The Woodland, Wash., City Council voted unanimously this week to prohibit new self-storage development within city limits. As its reasons, the board pointed to a surplus of storage facilities in the area and a desire to attract businesses that provide more jobs and foot traffic, according to the source.
The city previously prohibited new self-storage construction in its central business and residential zones. Existing facilities as well as one project under development will be unaffected by the change. The council has the option to revisit the decision at any time, the source reported.
A November 2019 report showed the city has six storage facilities within city limits and six more within a half-mile. Staff determined Woodland contains more than 2,300 storage units or spaces in or near it, which exceeds its number of households.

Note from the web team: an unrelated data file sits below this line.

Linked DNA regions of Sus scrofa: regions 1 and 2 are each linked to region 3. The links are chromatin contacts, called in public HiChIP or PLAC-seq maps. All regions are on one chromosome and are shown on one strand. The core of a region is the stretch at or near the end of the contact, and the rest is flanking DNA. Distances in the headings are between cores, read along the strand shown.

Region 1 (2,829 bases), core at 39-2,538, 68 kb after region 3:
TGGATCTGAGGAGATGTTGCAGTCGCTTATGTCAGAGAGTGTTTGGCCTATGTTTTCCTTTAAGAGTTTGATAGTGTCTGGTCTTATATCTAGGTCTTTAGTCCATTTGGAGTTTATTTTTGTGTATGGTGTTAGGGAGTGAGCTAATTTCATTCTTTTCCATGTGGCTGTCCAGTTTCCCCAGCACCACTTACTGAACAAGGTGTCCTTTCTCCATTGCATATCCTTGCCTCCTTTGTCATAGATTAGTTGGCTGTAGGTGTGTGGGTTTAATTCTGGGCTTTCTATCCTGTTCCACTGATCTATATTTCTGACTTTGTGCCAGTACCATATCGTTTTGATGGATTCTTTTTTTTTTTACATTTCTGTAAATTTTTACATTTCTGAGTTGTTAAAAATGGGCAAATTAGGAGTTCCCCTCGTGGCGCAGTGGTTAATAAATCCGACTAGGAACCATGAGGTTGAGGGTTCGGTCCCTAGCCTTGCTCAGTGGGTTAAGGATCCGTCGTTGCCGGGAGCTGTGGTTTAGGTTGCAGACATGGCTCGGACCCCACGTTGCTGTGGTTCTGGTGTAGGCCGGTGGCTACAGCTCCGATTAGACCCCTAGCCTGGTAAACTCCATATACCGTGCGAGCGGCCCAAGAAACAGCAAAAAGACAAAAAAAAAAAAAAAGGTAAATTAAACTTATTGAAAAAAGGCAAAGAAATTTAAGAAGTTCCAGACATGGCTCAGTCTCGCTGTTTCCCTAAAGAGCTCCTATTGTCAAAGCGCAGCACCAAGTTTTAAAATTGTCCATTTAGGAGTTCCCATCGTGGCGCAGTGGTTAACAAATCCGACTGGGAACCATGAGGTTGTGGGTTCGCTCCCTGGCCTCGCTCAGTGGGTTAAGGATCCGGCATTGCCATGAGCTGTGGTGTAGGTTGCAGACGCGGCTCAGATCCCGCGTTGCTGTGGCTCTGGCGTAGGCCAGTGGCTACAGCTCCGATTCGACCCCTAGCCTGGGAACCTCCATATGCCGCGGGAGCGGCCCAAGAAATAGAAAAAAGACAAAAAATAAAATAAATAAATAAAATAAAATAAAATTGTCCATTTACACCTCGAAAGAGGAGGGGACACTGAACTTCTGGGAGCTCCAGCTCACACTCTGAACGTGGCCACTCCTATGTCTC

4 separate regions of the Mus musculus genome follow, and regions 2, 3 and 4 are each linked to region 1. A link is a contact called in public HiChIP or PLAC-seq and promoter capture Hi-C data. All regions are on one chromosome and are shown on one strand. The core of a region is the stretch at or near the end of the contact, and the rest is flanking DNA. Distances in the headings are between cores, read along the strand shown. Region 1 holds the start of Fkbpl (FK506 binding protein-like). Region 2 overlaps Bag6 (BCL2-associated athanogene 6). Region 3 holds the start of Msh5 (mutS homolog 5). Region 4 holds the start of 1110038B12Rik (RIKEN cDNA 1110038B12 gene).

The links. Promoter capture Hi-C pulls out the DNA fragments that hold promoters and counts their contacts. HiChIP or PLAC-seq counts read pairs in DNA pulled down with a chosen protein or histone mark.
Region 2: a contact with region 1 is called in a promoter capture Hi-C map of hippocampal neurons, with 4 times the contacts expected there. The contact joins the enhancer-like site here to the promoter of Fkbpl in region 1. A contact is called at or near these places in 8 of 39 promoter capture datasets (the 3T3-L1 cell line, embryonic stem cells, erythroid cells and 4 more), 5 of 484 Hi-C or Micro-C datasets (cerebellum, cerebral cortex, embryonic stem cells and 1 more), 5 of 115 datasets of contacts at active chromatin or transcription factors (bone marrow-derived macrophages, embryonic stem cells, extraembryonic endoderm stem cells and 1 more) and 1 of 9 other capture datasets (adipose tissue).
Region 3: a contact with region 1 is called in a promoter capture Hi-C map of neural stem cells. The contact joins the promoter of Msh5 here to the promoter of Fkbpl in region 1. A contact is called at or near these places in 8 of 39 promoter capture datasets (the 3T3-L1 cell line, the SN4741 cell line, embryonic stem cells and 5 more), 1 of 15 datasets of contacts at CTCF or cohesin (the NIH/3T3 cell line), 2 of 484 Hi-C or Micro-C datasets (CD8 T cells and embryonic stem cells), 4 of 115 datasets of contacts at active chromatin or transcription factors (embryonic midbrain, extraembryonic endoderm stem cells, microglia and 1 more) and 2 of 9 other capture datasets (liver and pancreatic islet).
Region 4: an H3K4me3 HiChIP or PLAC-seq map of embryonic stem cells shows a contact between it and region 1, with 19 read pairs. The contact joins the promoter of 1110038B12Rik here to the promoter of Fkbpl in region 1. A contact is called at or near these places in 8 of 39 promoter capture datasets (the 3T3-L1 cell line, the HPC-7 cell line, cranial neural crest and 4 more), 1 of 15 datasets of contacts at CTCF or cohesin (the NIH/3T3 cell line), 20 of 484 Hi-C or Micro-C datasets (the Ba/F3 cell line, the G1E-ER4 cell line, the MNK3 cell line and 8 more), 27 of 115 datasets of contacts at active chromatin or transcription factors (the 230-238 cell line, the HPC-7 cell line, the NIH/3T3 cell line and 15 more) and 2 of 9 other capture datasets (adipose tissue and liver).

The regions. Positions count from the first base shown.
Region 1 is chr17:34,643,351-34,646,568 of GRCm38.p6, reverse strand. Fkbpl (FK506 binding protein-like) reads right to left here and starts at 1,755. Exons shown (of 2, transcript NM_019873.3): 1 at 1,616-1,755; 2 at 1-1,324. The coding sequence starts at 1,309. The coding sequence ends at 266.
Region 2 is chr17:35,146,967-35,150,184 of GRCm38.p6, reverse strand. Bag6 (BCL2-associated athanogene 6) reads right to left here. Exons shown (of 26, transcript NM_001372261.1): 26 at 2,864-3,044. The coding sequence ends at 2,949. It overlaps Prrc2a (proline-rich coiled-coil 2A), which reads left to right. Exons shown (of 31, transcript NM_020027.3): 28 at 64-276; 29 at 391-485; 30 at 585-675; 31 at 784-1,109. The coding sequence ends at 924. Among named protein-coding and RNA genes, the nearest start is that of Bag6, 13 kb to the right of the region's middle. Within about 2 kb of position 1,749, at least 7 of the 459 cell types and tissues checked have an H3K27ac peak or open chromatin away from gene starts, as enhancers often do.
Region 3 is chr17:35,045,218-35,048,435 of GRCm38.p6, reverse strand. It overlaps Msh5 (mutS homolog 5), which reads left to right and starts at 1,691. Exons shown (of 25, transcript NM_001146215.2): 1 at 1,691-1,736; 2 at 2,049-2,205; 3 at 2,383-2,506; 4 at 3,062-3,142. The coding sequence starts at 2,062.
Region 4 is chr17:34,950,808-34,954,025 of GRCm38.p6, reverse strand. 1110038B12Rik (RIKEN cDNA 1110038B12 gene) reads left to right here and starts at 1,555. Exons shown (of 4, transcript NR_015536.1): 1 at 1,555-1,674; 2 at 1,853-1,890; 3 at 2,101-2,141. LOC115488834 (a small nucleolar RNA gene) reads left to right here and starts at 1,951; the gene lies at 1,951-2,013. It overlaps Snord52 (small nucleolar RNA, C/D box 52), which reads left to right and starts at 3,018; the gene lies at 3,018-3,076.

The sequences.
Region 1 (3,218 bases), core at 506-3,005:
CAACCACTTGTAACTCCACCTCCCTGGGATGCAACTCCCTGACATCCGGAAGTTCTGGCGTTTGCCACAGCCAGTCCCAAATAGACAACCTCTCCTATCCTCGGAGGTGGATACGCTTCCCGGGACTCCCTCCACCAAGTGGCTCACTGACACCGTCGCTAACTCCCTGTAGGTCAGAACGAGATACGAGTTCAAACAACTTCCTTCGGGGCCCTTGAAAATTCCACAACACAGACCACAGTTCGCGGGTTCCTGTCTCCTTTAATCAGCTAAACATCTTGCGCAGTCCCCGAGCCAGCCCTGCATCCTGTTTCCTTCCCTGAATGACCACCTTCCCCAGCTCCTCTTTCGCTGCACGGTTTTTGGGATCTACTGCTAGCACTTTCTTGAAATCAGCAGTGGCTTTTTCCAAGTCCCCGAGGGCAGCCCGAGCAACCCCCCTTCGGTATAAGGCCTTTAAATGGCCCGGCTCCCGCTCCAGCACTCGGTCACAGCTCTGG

The resolution also noted that self-storage “may have large areas of undifferentiated wall space” that clash with surrounding structures. They also don’t contribute to the “economic vibrancy” of their surroundings, the source reported.
“We’re trying to do our best to keep our community viable and keep our citizens happy,” said councilmember Janice Graham.
The goal of the city’s comprehensive plan is 20 jobs per acre in commercial areas and four in industrial zones, according to the report. Although Mayor Will Finn called self-storage facilities “huge moneymakers,” he said the council needed to consider the benefits to the community. “We said we’re going to pause this type of business for a while.”
The Daily News, Woodland Council Votes to Prohibit New Self-Storage Facilities